July 2015, Volume 65, Issue 7


Integrated care - a new buzz word in health care

Qudsia Anjum  ( Family Medicine, Primary Health Care, Dubai Health Authority, Dubai, UAE. )

The advent of integrated care dates back to 1970s and 1980s where it gained popularity in the developed world. It caught attention of health care providers and became a public health concern in the 1990s. Integrated care is now a buzz word internationally; it is gaining attention with an aim to develop better and more cost effective health systems. Integration per se means to complete in Latin, whereas integrated means organic part of a whole or reunited part of a whole. It is important to understand the difference between integration and integrated care: integrated care is the systematic principle for care delivery whereas integration describes methods, processes and models to achieve such delivery of care. It can not only overcome fragmentation, but can also improve continuity of care and quality of life with better coordination and patient centered aspect. The need is more emphasized with changing demographics, rapidly growing medical scientific knowledge and increasing awareness of patients and populations.
Kodner and Spreeuwenberg proposed a definition as: "Integration is a coherent set of methods and models on the funding, administrative, organizational, service delivery and clinical levels designed to create connectivity, alignment and collaboration within and between the cure and care sectors".1 This system aims to bring together various professionals, services and organizations together and replacing the fragmented care concept. A systematic review revealed multiple perceptions of integration, e.g., virtual, vertical, horizontal, functional, clinical and physician. In addition, integration can be pursued at system level or coordination of services and programmes for a defined population.2 An article emphasizes on defining integrated care with an emphasis on patients\' central role as active participants in management of ailments, thereby keeping patient centered care as a key element.3 This is again laying emphasis on patient autonomy and giving importance to his contribution in treatment.
Integrated health care is an emerging entity posing a challenge for health care delivery especially in patients with complex chronic conditions. Literature reviews on the topic has failed to find out a universal definition or concept of integration. This became evident from a systematic review that has discussed definitions, concepts, models, measurement tools, indicators and outcomes of integration. The review has also highlighted gaps in research targeted towards a standardized universally acceptable integration in health care delivery system.4 WHO gives a working definition for integrated service delivery as: "The management and delivery of health services so that clients receive a continuum of preventive and curative services, according to their needs over time and across different levels of the health system".5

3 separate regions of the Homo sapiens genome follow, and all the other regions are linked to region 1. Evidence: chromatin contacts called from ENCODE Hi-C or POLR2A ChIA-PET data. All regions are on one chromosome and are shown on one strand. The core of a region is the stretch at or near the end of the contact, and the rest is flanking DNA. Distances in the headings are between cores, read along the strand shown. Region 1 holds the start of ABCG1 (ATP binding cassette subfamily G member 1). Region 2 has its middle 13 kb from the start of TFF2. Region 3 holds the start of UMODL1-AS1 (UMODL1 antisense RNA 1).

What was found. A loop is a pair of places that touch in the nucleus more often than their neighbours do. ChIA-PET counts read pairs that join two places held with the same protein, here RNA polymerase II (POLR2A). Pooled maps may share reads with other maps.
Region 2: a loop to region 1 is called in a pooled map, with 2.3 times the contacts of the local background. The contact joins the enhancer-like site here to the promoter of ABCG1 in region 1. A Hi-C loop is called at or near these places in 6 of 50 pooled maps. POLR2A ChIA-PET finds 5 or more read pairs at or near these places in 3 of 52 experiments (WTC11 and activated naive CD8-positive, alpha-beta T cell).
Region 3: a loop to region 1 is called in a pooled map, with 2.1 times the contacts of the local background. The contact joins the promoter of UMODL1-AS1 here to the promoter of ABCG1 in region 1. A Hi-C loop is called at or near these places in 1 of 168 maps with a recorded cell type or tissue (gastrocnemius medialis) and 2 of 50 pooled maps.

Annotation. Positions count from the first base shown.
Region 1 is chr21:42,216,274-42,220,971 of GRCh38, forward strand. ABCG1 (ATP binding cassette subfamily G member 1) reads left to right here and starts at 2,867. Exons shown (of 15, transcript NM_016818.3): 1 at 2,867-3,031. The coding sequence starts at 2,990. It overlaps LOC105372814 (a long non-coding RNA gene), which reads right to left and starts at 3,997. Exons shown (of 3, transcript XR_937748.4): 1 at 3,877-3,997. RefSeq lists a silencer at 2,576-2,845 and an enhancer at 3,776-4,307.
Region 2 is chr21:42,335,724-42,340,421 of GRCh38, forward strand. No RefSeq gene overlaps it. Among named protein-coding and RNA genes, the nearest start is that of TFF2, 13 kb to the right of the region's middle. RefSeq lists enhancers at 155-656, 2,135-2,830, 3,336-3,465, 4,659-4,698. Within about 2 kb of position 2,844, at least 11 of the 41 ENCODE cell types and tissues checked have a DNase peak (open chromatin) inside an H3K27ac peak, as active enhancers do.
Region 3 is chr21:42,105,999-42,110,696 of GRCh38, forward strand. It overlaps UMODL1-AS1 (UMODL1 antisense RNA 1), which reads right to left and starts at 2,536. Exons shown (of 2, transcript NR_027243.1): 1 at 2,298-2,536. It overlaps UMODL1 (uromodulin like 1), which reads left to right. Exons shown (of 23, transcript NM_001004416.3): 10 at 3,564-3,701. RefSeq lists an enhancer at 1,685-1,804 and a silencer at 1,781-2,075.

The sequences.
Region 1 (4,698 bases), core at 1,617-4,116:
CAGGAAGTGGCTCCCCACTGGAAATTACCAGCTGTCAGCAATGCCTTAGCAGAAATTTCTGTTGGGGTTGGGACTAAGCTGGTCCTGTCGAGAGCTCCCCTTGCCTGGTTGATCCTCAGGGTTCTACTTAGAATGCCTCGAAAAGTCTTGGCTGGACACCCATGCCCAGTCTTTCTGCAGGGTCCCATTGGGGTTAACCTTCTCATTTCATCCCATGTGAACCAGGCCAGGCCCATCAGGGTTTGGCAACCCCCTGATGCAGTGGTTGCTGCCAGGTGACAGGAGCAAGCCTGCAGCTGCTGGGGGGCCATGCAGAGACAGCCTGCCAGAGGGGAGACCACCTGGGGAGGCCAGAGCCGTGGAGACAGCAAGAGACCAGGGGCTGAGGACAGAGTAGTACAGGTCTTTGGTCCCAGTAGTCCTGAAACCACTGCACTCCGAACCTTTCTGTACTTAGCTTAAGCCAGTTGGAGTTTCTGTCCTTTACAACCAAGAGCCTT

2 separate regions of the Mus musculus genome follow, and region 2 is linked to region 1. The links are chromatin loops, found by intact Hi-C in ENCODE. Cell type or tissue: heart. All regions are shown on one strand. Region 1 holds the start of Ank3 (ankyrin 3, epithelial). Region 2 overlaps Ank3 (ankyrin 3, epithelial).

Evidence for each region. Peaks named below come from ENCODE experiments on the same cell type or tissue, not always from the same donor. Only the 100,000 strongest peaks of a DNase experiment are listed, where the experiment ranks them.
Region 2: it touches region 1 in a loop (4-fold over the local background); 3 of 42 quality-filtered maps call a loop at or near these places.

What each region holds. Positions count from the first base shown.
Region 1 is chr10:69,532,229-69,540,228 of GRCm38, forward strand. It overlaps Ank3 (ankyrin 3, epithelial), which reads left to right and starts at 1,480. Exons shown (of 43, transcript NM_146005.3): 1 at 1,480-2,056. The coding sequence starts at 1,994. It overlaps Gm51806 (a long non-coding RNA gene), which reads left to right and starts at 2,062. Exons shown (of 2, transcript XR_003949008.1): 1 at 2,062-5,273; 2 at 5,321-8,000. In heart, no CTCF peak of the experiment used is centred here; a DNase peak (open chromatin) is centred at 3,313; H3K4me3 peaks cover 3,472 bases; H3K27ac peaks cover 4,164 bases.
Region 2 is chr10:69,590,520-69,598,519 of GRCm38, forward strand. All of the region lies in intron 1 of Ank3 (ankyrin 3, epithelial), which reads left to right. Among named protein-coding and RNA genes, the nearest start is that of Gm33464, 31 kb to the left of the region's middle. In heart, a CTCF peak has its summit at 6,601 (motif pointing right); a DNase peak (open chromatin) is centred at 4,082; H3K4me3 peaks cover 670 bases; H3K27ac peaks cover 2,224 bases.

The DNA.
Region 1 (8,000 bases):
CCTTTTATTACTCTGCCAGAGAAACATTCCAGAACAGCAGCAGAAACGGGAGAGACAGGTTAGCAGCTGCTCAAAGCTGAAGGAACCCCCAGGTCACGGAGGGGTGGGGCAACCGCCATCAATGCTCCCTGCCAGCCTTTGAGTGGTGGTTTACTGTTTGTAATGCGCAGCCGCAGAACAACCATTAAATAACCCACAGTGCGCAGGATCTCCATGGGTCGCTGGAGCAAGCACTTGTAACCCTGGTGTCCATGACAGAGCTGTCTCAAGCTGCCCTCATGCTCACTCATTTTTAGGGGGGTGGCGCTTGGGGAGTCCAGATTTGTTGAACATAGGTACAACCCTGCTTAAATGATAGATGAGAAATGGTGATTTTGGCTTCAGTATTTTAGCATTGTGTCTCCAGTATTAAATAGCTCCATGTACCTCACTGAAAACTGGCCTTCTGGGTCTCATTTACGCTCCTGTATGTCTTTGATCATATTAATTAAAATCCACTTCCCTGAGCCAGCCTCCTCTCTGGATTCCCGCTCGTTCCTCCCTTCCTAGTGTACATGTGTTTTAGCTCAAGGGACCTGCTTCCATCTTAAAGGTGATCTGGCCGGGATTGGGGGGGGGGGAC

Keeping in view these limitations, an article drew ten key principles for successful health systems integration. These are comprehensive services across the continuum of care, patient focus, geographic coverage and rostering, standardized care delivery through interprofessional teams, performance management, information systems, organizational culture and leadership, physician integration, governance structure and financial management.6 A meta-review added to the evidence and revealed that integrated care programmes can improve patient-centered outcomes and process quality in chronic diseases like DM, CHF and COPD.7 Another systematic review has looked into assessment of quality and cost related to delivery of integrated delivery system in the US. Their results revealed a positive effect on quality of care, whereas they were unable to find evidence on cost reduction.8
It needs to be emphasized that literature fails to reproduce a one-size-fits-all model for successful integration; yet, these key principles can be a useful guide for decision makers in assisting and guidance for efforts towards integration. Integration is an ongoing process; it must be developed and implemented with a patient centered approach taking into account population needs, and a focus on improved outcomes of health and enhanced quality of care.


1. Kodner DL, Spreeuwenberg C. Integrated care: meaning, logic, applications, and implications--a discussion paper. Int J Integr Care 2002;2: e12
2. Armitage GD, Suter E, Oelke ND, Adair CE. Health systems integration: state of the evidence. Int J Integr Care 2009; 9: e82
3. Singer SJ, Burgers J, Friedberg M, Rosenthal MB, Leape L, Schneider E. Defining and measuring integrated patient care: promoting the next frontier in health care delivery. Med Care Res Rev 2011; 68: 112-27.
4. Armitage GD, Suter E, Oelke ND, Adair CE. Health systems integration: state of the evidence. Int J Integr Care 2009; 9: e82.
5. Integrated health services - what and why? WHO Technical Brief No.1, May 2008. [online] [cited 2014 Dec 25]. Available from: URL: http://www.who.int/healthsystems/technical_brief_final.pdf
6. Suter E, Oelke ND, Adair CE, Armitage GD. Ten key principles for successful health systems integration. Healthc Q 2009;13: 16-23.
7. Martínez-González NA, Berchtold P, Ullman K, Busato A, Egger M. Integrated care programmes for adults with chronic conditions: a meta-review. Int J Qual Health Care 2014; 26: 561-70.
8. Hwang W, Chang J, Laclair M, Paz H. Effects of integrated delivery system on cost and quality. Am J Manag Care 2013; 19: e175-84.

Journal of the Pakistan Medical Association has agreed to receive and publish manuscripts in accordance with the principles of the following committees: